When you make your content effective, you earn the opportunity to influence your customers. This is why Content Science’s ContentWRX software includes influence as a distinct area of content effectiveness measurement.
ContentWRX evaluates content effectiveness across these six dimensions: discovery / findability, accuracy, usefulness, relevance, polish, and influence.
How do you create influential content? You need to:
This step-by-step starter guide walks through key ways to improve your content’s influence.
When it comes to influence, understanding the principles of rhetoric will take you far. What’s the number-one principle of rhetoric? Aristotle would say it’s not one but three: the persuasive appeals. He introduced them in Rhetoric as ethos (credibility), logos (logic), and pathos (emotion). Aristotle insisted on always combining these appeals.
Let’s go through these three appeals.
This appeal focuses on why people should trust and listen to you or your organization. Typical points of credibility include:
It’s whether your reasoning is formed well (also known as being valid). At a minimum, good reasoning comprises these key elements:
The emotional appeal is how you tap into people’s emotions to hold their interest, gain their sympathies, or motivate them to act. Appealing to emotion involves these related elements:
The healthcare company Sharecare recently evolved its brand voice, strengthening the emotional appeal with the theme: All together, better. Sharecare is a connector in healthcare, bringing together all the right people and capabilities into their platform. And their goal is for everyone to live better, longer. To further reinforce the theme, Sharecare uses a personable and inviting style on the website and in the app.
The principle of the three appeals will take you far in making your content influential. But you can make your content even more influential with the principle of identification. Identification is overcoming our differences to find common ground. It’s the key principle for helping you attract the right people.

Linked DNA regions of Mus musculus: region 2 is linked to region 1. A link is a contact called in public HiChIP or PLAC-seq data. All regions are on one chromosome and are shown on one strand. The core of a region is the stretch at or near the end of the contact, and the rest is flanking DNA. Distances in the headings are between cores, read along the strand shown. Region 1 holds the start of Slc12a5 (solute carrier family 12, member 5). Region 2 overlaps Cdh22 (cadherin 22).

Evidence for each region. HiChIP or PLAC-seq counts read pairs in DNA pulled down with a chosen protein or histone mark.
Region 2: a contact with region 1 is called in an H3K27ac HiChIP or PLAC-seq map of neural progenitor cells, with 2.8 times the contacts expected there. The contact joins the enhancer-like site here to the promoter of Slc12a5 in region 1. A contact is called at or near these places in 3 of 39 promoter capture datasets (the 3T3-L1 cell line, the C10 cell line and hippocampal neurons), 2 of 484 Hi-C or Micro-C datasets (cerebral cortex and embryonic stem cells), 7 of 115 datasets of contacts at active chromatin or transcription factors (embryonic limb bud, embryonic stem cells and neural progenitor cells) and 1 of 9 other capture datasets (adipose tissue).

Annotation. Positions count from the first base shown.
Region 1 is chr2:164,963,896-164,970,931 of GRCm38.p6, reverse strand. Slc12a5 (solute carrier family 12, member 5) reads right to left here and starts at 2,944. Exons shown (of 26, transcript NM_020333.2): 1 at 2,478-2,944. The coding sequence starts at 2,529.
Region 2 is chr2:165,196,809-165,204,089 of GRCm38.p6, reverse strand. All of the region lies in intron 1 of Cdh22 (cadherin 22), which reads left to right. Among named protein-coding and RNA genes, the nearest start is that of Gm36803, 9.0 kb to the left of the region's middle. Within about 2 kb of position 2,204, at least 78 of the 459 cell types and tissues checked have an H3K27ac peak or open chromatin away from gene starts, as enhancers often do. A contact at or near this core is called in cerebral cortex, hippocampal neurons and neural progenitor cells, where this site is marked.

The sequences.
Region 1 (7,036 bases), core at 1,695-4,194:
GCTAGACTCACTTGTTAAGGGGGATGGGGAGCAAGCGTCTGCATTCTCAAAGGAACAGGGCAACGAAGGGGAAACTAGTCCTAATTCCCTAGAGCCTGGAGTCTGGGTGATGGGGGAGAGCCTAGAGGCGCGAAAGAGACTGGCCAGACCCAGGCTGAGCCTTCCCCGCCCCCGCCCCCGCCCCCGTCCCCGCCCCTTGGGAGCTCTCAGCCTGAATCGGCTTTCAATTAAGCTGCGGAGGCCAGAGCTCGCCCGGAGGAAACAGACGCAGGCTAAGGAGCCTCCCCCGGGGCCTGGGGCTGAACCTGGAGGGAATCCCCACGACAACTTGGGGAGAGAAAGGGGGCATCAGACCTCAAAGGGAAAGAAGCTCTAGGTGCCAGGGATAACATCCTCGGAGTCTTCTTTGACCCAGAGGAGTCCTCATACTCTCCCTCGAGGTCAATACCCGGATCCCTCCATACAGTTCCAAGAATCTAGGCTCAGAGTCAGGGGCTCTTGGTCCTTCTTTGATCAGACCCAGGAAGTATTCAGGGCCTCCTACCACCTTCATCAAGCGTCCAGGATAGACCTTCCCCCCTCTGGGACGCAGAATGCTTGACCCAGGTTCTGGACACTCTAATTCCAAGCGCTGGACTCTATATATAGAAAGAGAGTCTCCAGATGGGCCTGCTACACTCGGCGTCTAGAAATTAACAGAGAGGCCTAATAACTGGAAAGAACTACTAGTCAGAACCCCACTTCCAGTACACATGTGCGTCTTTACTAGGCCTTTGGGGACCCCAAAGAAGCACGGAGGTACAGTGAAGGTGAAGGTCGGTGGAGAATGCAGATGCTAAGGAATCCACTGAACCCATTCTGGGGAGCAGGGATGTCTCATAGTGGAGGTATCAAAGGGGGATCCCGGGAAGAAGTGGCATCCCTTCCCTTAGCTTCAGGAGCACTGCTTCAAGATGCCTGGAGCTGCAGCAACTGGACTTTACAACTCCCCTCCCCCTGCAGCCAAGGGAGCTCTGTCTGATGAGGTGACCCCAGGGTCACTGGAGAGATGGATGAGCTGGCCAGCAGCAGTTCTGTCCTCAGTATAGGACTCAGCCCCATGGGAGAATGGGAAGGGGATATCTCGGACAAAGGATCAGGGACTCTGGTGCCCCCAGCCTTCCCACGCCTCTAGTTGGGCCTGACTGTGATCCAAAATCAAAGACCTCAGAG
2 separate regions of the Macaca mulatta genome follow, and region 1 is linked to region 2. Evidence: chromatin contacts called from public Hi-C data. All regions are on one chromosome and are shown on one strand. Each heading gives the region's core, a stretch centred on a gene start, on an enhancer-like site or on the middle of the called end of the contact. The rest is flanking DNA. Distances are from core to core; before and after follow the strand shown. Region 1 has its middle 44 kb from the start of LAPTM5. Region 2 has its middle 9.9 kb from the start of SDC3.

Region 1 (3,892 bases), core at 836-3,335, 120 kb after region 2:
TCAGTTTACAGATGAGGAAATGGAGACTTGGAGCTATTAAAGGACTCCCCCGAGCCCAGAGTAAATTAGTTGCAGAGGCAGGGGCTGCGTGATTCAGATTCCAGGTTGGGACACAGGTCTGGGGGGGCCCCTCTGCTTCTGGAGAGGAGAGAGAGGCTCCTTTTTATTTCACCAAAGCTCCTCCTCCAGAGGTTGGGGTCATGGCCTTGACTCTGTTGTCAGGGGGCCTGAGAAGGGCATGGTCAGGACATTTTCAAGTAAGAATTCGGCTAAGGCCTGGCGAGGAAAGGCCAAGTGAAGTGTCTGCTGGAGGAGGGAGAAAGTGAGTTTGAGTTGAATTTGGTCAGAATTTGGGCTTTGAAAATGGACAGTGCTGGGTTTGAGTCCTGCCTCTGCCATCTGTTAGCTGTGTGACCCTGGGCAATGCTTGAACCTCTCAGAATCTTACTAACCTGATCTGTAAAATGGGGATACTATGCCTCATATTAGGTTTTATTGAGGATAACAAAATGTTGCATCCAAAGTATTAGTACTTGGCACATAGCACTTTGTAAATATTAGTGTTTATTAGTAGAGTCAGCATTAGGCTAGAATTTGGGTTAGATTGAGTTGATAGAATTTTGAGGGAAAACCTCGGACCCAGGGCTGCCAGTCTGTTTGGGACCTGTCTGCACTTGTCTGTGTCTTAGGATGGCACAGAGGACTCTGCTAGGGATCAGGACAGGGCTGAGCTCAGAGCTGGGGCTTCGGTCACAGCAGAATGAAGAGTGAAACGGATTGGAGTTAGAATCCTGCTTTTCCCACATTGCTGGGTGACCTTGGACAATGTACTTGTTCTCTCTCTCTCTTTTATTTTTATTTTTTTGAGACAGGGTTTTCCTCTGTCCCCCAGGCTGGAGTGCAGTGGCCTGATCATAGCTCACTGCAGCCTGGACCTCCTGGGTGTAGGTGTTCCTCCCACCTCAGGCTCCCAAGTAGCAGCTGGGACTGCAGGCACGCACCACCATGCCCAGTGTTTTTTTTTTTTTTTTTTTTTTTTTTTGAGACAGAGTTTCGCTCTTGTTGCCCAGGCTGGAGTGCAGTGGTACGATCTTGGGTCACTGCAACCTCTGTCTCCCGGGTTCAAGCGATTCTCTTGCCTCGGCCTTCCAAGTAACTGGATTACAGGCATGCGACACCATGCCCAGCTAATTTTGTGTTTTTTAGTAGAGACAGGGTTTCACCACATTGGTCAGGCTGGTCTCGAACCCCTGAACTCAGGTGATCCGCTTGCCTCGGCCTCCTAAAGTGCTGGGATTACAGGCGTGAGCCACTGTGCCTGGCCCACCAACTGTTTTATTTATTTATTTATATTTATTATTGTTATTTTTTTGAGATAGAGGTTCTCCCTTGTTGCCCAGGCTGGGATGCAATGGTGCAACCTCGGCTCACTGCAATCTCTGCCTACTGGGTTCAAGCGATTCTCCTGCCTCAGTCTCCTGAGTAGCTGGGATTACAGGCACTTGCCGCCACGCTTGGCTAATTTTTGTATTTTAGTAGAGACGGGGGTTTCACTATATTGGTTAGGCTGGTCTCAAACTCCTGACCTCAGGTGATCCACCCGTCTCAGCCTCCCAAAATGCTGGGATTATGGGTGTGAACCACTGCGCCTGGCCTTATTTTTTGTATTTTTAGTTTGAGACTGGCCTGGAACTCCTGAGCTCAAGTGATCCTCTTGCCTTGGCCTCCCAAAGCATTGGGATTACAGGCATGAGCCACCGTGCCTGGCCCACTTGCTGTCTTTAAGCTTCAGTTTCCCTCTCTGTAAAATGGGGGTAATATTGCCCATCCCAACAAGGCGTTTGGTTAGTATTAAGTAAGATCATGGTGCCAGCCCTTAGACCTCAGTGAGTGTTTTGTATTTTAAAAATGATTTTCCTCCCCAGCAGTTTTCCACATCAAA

To help your users identify with your company:
A frame is a set of expectations, values, and assumptions that acts like a filtering lens. It leads us to see certain details and not others. Framing is packaging an idea, issue, or choice in terms of the frame. Framing can lead people to understand a concept quickly and even favorably.
People will respond to the same choice differently when it is framed in different terms. Research suggests that a negative frame, especially describing a “loss,” prompts a powerful emotional reaction in people. It’s so strong that people will even make a risky choice to avoid feeling the loss.
Let’s look at some specific ways to apply framing to content.
When Centers for Disease Control and Prevention (CDC) decided to redesign its Travelers’ Health website, Content Science advised on an approach to the content. CDC wanted to convey the risk that travelers face so that they take the right precautions—but not to the point that people fear traveling. One recommendation we made was to frame the travel precautions as smart planning to ensure that business remains productive and that vacations stay fun.